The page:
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5.1 Defining Rate of Reaction

dylan black

⏱️ April 29, 2020

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🎥 Watch: Introduction to Kinetics

⚛️ What is Kinetics?

Welcome to the first part of unit 5! This unit will cover everything you need to know about kinetics, or the study of the rate of a reaction. Essentially, kinetics studies what makes reactions happen and how quickly reactions occur. You may notice that when doing labs or observing reactions, some reactions go incredibly quickly, whereas others go unbearably slow. For example, if you take a balloon and fill it with methane and put a match to it, the balloon explodes, whereas with something like hydrogen peroxide, it breaks down incredibly slowly. The role of kinetics is to help describe why certain reactions are faster than others. (PS: For those of you wanting to watch that balloon, check this out).

📈 How Do We Measure the Rate of a Reaction?

The rate of a reaction (also shorthanded as "rate of reaction") has a simple definition that when uncovered has a lot of nuance to it. The simple definition of the rate of reaction is how quickly a reaction produces products. However, this definition brings up some issues. How do we measure "how quickly" a reaction occurs? Well, we do this by observing concentrations.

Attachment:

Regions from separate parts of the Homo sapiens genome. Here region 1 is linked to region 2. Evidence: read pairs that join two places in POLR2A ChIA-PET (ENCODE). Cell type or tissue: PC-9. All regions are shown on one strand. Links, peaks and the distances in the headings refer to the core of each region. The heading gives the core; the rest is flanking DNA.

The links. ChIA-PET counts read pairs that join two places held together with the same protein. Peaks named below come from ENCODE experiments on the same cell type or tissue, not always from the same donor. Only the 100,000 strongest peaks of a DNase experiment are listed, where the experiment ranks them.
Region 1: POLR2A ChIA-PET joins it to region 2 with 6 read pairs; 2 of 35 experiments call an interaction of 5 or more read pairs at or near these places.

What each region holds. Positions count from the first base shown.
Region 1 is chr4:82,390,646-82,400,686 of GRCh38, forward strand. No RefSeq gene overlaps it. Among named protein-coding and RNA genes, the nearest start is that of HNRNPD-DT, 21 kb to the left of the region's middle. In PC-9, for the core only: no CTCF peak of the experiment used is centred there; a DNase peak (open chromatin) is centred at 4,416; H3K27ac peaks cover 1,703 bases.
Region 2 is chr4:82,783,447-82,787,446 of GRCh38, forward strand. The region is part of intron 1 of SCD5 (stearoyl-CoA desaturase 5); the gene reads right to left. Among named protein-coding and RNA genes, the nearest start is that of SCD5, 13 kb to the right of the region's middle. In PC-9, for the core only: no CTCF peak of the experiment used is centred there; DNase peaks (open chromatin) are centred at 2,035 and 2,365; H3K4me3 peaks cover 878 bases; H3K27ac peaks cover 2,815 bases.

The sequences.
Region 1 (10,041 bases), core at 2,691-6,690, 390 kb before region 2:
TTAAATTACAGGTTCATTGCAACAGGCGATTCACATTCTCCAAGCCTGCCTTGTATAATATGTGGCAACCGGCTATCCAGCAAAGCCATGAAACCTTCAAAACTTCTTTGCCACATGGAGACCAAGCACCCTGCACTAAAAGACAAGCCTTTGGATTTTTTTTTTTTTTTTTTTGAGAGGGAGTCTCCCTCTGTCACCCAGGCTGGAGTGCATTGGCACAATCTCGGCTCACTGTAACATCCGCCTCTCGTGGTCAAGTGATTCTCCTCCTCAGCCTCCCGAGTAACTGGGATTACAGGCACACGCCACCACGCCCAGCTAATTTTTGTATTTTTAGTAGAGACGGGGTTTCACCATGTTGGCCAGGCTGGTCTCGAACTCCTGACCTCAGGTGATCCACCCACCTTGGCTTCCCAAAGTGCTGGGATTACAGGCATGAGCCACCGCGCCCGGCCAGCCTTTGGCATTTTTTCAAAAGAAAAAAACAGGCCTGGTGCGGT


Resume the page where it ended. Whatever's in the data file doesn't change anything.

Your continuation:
As a reaction progresses, the concentration of the reactants decrease as they are used to create products. A reaction may start with an initial concentration of 0.5M but then after 30 seconds, that concentration may drop to 0.2M. Conversely, the concentration of the products will increase as they are created. Therefore, when dealing with a rate of reaction, it can be written mathematically as: Rate = -Δ[Reactant]/t or as Rate = Δ[Product]/t. The units for rate are mol/Ls, also notated as Ms^-1 or mol L^-1 s^-1. You may also see that seconds will change to hours, etc. You have to be sure to keep track of this!

Showing Rate of Reaction Graphically

Image Courtesy of CK-12

As a reaction progresses, the [Products] increases whereas the [Reactants] decreases until it reaches equilibrium. This is the point at which the rate of the reaction going forwards is the same as the rate of the reaction going backwards. This is covered in depth in the next unit, but it's good to get a taste for it in this graph. Rate graphically is the slope of the line between two points on either curve. This is because the slope of a line represents the change in [] over the change in t, which as we discussed, gives us the rate! We can see this either as an average rate or an instantaneous rate.

The instantaneous rate is the slope of the line tangent to any given point, where the average rate is between two points. To find the instantaneous rate, you need some calculus, so we won't get into it here (for calculus people, you should recognize this as a derivative. [Rate = -d[R]/dt!]).

🧪 Using Stoichiometry with Rate of Reaction

Let's suppose we had the reaction 2A + 3B --> C. This reaction is, of course, imaginary, but using examples like this helps us simplify concepts instead of jumping straight into the chemistry. Let's suppose that in 2 seconds, [A] decreased 0.2M. Therefore, the rate of the reaction in terms of A is -0.2/2 = -0.1 mol A/Ls. Using this information, let's figure out the rate at which B is being used up. We can do this with some simple stoichiometry:

The same can be applied to C to find the rate of production of C.